- Some of the Rocket Launchers in the game follow this. The Vocano series launchers fire off their entire ammo stock in trigger pull versus the standard one at a time approach of the other rocket launchers.
- New Game Plus: Sort of. You already have access to all of the game's difficulty levels, but you have to unlock each stage by beating the one before it, regardless of what difficulty you play on. You keep all the weapons and life-up bonuses you got, and can play each level as many times as you want.
- Nintendo Hard: Any difficulty other then Easy or Normal, especially if you have not gained armor or weapons by doing them in order.
- Not the Fall That Kills You…: No matter how far you fall, you won't even sprain an ankle. You also have a surprisingly slow terminal velocity.
- One-Man Army: Storm-1, being the only man capable of killing all the Ravagers. His/her teammates are little more than distractions.
- Painfully Slow Projectile:
- Taken to an extreme with the P89 Bound Gun, which fires bullets that move so slowly you can outrun and hit yourself with them.
- The aptly-named Tortoise Guided Missile.
- Powered Armor: The Battle Machine Vegelta, a bipedal mecha-suit.
- Random Drop: This is how the Weapon items work. For each one you get, after finishing the level the game randomly picks a weapon out of all the weapons you can unlock on that stage of that difficulty level. If it's a weapon you don't have yet, it gets added to your selection. If you already have it, it doesn't count for anything.
- Redshirt Army: Moderately useful in some situations, seeing as they can absorb the brunt of the enemy's attack. Their survival rate is still absurdly low though. And at higher difficulties... Well... They're even all wearing red. Including Storm-1.
- Sentry Gun: Some of the top tier weapons in the game, particularly in Inferno difficulty, are the deployable ZE series of turrets. They have a lengthy 20 second reload time, but if you dual-wield them it's possible to have a set of 3 firing constantly, reloading one while another is deployed. They also work as a backup weapon to provide some cover for a difficult wave if you're using a more conventional weapon in the other slot. The only thing they can't deal is sniping long distance targets such as the dropships, the four-legged mech, or the Mothership.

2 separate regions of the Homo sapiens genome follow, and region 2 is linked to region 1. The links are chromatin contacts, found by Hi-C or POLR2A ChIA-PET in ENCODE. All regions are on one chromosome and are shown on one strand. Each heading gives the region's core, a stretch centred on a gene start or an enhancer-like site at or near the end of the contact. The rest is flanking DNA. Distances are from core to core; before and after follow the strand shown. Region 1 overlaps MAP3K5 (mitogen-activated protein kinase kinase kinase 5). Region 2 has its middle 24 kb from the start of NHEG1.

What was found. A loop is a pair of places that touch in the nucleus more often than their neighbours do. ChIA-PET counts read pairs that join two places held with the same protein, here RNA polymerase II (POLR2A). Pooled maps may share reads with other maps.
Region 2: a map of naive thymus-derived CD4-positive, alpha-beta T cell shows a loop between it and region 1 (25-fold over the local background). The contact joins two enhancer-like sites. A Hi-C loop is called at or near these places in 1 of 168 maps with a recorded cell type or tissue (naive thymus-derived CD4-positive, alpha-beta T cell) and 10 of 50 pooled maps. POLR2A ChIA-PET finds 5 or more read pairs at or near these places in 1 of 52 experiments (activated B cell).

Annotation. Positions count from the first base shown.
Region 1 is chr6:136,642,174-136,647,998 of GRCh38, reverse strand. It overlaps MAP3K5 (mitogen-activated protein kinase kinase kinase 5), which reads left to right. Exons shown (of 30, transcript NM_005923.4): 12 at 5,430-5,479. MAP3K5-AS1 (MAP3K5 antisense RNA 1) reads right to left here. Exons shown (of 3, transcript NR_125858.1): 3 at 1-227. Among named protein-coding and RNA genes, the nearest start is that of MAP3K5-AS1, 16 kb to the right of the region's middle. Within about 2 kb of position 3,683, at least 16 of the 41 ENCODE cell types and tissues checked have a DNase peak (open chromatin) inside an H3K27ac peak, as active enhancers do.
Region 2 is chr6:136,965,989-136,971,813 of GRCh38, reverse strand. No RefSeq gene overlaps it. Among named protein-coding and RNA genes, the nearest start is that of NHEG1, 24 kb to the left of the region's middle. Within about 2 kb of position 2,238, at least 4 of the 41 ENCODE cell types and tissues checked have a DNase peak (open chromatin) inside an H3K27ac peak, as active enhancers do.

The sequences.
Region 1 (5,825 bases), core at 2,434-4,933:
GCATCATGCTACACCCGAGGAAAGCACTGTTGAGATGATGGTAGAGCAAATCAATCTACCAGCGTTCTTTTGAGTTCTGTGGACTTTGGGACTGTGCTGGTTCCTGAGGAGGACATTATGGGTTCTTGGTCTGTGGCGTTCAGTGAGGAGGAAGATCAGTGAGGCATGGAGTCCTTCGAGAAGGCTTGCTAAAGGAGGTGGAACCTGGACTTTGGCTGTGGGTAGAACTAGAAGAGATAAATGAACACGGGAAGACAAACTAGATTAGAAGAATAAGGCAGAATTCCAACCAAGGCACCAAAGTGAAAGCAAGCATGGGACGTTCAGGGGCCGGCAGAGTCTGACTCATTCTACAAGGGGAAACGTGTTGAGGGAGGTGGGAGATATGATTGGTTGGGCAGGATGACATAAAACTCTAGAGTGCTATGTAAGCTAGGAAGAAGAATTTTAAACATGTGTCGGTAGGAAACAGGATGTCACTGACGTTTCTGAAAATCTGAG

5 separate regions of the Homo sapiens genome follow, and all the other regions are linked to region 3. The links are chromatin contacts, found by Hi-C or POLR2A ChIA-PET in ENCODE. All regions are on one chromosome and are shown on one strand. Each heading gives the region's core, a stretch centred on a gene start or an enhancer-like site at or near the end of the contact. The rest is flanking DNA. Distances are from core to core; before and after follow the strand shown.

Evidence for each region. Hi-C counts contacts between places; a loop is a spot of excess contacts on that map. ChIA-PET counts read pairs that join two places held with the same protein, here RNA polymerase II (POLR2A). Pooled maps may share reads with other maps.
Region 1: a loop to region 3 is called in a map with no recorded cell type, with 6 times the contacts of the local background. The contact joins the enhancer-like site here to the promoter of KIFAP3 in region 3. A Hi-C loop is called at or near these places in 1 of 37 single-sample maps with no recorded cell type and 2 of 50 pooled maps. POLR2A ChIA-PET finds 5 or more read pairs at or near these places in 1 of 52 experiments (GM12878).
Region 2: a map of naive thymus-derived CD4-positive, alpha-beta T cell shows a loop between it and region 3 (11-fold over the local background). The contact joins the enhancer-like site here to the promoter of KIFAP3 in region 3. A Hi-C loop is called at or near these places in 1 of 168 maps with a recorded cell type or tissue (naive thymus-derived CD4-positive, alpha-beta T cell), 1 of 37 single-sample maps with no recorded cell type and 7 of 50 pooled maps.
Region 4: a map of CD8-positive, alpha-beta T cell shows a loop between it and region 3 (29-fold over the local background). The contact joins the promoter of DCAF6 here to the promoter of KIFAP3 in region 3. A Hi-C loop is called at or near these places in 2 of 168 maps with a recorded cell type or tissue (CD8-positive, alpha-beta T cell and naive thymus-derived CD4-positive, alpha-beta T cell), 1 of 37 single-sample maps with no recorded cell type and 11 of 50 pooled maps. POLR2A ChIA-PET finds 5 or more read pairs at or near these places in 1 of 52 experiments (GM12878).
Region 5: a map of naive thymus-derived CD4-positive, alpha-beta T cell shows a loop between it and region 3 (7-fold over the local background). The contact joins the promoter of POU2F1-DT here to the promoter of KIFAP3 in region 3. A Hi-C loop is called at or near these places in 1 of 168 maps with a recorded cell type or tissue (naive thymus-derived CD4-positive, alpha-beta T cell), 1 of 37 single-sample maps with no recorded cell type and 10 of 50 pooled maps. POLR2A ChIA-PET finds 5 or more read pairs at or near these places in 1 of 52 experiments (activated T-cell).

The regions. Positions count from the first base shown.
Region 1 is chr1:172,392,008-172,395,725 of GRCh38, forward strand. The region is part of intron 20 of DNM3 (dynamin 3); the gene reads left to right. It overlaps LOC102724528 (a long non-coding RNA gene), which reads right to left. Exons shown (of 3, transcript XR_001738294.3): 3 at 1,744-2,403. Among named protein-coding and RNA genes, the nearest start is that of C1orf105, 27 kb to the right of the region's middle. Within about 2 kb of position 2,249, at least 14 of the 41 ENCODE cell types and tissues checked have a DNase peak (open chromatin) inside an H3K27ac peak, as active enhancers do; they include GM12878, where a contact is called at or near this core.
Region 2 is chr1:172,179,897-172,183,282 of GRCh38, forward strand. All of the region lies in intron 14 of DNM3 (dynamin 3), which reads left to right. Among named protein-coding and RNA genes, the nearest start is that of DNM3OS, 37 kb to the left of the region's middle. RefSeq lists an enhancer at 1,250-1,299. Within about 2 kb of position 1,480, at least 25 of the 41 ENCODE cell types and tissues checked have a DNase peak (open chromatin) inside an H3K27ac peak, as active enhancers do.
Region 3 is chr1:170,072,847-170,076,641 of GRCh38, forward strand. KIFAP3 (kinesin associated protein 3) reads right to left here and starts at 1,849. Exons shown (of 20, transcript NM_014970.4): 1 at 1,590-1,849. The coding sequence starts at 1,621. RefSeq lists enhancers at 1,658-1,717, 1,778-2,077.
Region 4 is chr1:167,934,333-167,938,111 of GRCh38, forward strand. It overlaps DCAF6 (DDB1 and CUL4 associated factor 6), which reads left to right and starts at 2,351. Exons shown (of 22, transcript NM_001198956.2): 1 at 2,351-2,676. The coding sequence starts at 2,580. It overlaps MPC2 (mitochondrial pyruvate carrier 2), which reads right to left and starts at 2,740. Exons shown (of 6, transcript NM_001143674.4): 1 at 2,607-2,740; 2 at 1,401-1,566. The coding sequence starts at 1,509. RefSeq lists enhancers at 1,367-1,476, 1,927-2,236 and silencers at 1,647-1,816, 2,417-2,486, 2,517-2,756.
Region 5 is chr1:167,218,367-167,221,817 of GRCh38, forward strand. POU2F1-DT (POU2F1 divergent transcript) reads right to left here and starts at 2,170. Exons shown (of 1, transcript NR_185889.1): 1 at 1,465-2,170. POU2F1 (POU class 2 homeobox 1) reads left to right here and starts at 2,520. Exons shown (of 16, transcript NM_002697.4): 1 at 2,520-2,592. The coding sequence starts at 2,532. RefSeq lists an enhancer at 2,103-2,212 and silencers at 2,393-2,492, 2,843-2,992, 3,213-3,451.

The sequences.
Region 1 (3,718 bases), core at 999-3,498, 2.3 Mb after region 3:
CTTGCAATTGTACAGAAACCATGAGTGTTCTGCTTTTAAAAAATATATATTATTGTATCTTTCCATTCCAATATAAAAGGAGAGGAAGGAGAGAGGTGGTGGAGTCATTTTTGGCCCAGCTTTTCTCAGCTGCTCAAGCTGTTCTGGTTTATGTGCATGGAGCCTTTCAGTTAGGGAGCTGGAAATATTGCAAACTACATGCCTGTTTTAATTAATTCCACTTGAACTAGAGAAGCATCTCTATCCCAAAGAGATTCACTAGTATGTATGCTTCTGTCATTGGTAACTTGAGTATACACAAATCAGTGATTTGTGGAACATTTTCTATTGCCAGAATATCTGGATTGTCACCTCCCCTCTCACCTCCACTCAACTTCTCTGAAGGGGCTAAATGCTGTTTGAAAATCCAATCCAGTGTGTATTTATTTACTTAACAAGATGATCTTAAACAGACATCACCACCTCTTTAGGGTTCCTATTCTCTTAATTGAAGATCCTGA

- Shout-Out: To many B-Movies, Them! and Godzilla are the most notable.
- Sorting Algorithm of Weapon Effectiveness: Played straight as an arrow. As you play through the game, you'll get better weapons in later levels. When you play on a higher difficulty level, you get even more powerful weapons. Each of the weapons has a minimum stage and difficulty level to be unlocked. For instance, if a weapon will only be unlocked at level 15 on Normal or later, you can unlock it on any level after and including 15 on Normal, and any level on Hard or higher. You can still get the Normal level weapons on Easy, though.
- Tank Goodness: The E551 Combat Vehicle Gigantus; in other words, a combat tank.
- There Is No Kill like Overkill: The Genocide Gun. Inflicts 1,000,000 points of damage, more than enough to one-shot bosses, and enormous explosion radius, reducing about half the buildings on a city map to rubble.
- Video Game Cruelty Potential: Actively encouraged by the ridiculously stupid NPC allies. In any mode outside of Inferno, it's better that you kill your allies rather than letting them fire rockets at your back. It's especially fun since they never blame you for killing them. Obviously, it's the alien's fault when you drop a C20 in the middle of your allies and blow them into the stratosphere.
- Video Game Cruelty Punishment: ...then you realize that your allies don't deal friendly fire damage (they'll knock you into the air if they hit you with a rocket, but that's it), and every ant, spider, Walking Arms, and gunship on the map is now aiming for you, and only you.
- Unnecessary Combat Roll: Not only are you able to continue reloading your gun while rolling, but doing so repeatedly is almost twice as fast as running.
- Updated Re-release: Earth Defense Force 2017 Portable for PS Vita, which adds online multi-player and brings back the Pale Wings from Global Defense Force.
- Wave-Motion Gun:
- The walking fortress (a humongous four-legged battle machine) has an allegedly 300-foot plasma cannon which can easily destroy an entire city with just a few shots. ("A plasma cannon that size can't possibly exist!!" as the game puts it). The Ravager's mothership also has an equally devastating laser gun.
- The player can earn one after beating all the levels on Inferno.
- We Come in Peace — Shoot to Kill: It's initially all but completely taken for granted that the Ravagers will be peaceful and benevolent, and there's even initially some doubt whether the giant insects are related. Bizarrely, they're actually labeled Ravagers before it's concluded they're hostile.
- Zerg Rush: The bug enemies standard tactic, the red ants in particular seem to specialize in this.